Ozone hole over Antarctica reaches record size

The ozone hole in Antarctica has reached its maximum size and according to new measurements, the hole in 2020 is one of the largest and deepest in recent years.

As you probably know, every year for the past several decades in the spring in the southern hemisphere, chemical reactions involving chlorine and bromine are causing rapid and severe ozone depletion in the southern polar region. This depleted region is known as the ozone hole.

The size of the ozone hole is constantly fluctuating. From August to October, it increases in size, reaching a maximum in the period from mid-September to mid-October.

When high temperatures in the stratosphere begin to rise, ozone depletion slows, the polar vortex weakens and finally breaks down, and ozone levels return to normal by the end of December.

New measurements from Copernicus Sentinel-5P show that on October 2, the ozone hole reached its maximum size of about 25 million km2 this year.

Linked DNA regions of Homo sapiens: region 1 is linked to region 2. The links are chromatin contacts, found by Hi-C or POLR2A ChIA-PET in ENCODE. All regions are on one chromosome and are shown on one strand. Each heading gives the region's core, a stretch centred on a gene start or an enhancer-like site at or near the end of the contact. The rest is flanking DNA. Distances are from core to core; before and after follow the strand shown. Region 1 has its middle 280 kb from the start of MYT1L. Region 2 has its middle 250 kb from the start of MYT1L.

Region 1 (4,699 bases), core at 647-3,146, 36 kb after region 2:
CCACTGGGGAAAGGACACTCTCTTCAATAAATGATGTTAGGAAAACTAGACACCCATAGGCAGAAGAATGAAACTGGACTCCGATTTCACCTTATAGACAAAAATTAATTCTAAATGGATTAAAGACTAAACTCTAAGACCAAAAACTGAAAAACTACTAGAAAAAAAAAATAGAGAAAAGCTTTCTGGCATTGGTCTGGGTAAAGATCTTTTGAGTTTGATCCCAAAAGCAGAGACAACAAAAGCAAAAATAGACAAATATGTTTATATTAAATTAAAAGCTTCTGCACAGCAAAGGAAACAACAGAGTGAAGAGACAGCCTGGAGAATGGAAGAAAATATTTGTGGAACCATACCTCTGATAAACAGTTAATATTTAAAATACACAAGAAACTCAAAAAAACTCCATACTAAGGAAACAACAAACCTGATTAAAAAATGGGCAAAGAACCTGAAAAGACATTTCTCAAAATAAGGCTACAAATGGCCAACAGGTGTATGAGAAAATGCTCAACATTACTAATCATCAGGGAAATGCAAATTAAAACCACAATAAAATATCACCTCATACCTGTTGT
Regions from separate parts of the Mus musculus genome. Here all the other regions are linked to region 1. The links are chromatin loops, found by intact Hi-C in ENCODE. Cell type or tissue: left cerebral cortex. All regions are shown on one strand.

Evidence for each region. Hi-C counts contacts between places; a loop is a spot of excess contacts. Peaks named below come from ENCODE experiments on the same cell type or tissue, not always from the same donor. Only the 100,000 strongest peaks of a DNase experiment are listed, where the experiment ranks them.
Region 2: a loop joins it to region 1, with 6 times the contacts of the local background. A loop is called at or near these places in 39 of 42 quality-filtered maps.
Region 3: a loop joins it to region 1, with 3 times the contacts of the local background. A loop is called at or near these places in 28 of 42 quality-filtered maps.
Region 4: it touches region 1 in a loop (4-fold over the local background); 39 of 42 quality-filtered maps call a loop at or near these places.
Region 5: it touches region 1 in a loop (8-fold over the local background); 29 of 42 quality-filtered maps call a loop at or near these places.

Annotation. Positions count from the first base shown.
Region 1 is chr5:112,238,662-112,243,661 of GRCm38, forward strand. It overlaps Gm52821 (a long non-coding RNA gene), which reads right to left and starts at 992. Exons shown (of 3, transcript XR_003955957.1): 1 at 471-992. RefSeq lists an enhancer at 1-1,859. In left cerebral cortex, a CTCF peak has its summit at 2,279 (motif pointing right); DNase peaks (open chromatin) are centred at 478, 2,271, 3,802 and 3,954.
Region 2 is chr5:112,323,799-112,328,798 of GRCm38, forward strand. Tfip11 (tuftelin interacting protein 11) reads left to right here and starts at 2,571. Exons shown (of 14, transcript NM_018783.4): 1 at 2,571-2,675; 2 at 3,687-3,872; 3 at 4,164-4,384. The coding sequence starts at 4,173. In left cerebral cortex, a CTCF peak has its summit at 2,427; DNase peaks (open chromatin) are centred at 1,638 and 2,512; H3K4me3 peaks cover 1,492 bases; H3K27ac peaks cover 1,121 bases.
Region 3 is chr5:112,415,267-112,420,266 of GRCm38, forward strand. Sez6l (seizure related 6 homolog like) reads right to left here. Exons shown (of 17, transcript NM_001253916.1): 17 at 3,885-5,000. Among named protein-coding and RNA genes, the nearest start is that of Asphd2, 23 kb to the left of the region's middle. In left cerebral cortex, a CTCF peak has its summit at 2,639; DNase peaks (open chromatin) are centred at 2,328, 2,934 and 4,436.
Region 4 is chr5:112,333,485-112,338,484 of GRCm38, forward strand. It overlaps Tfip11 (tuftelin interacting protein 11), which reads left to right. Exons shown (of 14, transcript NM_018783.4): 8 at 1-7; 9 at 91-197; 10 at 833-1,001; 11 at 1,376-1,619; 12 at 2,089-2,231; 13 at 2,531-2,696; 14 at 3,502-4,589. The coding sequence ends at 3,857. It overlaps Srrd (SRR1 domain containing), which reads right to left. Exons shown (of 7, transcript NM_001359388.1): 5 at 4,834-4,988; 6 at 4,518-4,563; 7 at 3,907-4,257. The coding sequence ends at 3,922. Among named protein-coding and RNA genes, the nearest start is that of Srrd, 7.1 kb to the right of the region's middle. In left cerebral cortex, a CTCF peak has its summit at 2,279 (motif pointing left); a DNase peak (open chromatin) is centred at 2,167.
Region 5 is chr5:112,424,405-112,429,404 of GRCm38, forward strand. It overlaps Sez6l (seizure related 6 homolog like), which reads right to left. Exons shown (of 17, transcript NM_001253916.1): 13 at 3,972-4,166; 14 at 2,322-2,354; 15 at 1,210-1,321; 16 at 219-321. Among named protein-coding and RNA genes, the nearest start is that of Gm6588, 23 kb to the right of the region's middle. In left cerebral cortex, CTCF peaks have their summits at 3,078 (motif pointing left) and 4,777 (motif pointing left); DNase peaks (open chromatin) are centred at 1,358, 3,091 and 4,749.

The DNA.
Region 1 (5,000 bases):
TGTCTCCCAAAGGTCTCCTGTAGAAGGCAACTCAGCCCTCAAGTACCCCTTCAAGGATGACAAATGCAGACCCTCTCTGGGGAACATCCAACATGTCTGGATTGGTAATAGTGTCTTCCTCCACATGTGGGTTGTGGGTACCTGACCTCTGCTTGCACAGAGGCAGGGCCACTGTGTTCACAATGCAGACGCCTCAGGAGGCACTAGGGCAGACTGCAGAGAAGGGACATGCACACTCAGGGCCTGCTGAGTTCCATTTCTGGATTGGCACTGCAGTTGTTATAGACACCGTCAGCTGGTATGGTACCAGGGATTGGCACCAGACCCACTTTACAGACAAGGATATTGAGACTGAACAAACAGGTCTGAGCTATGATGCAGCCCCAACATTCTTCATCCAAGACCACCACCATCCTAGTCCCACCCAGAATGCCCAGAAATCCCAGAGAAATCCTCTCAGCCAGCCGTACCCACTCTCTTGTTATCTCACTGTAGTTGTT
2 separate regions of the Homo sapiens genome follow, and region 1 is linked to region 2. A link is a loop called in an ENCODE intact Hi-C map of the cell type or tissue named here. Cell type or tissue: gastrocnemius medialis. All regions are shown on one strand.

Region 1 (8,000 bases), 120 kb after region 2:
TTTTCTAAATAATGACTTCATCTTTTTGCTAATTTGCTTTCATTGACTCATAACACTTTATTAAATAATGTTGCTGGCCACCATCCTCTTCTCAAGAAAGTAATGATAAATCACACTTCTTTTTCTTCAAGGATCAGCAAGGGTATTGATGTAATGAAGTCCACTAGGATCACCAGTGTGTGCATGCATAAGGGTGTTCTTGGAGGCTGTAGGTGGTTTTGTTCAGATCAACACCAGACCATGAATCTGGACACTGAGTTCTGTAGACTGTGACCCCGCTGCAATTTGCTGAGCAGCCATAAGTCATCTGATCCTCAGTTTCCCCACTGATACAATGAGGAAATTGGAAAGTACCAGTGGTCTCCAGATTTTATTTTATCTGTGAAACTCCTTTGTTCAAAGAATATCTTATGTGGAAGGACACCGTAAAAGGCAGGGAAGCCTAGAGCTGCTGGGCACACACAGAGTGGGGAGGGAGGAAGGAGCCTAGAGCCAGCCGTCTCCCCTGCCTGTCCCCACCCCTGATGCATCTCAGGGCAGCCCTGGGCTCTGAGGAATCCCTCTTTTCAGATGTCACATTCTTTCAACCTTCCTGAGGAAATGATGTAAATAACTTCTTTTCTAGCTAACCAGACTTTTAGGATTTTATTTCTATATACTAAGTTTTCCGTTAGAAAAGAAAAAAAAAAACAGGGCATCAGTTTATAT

The animation below shows the size of the ozone hole from September 25, 2020 to October 18, 2020. Measurements from the Copernicus Sentinel-5P satellite show that the ozone hole over Antarctica this year is one of the largest in recent years. A detailed analysis by the German Aerospace Center shows that the hole has reached its maximum size.

“Our observations show that the 2020 ozone hole has grown rapidly since mid-August and encompasses much of the Antarctic continent — much above average in size,” said Dr. Diego Loyola, a researcher at the German Aerospace Center.

“It is also interesting to note that the 2020 ozone hole is also one of the deepest, with record low ozone values.”

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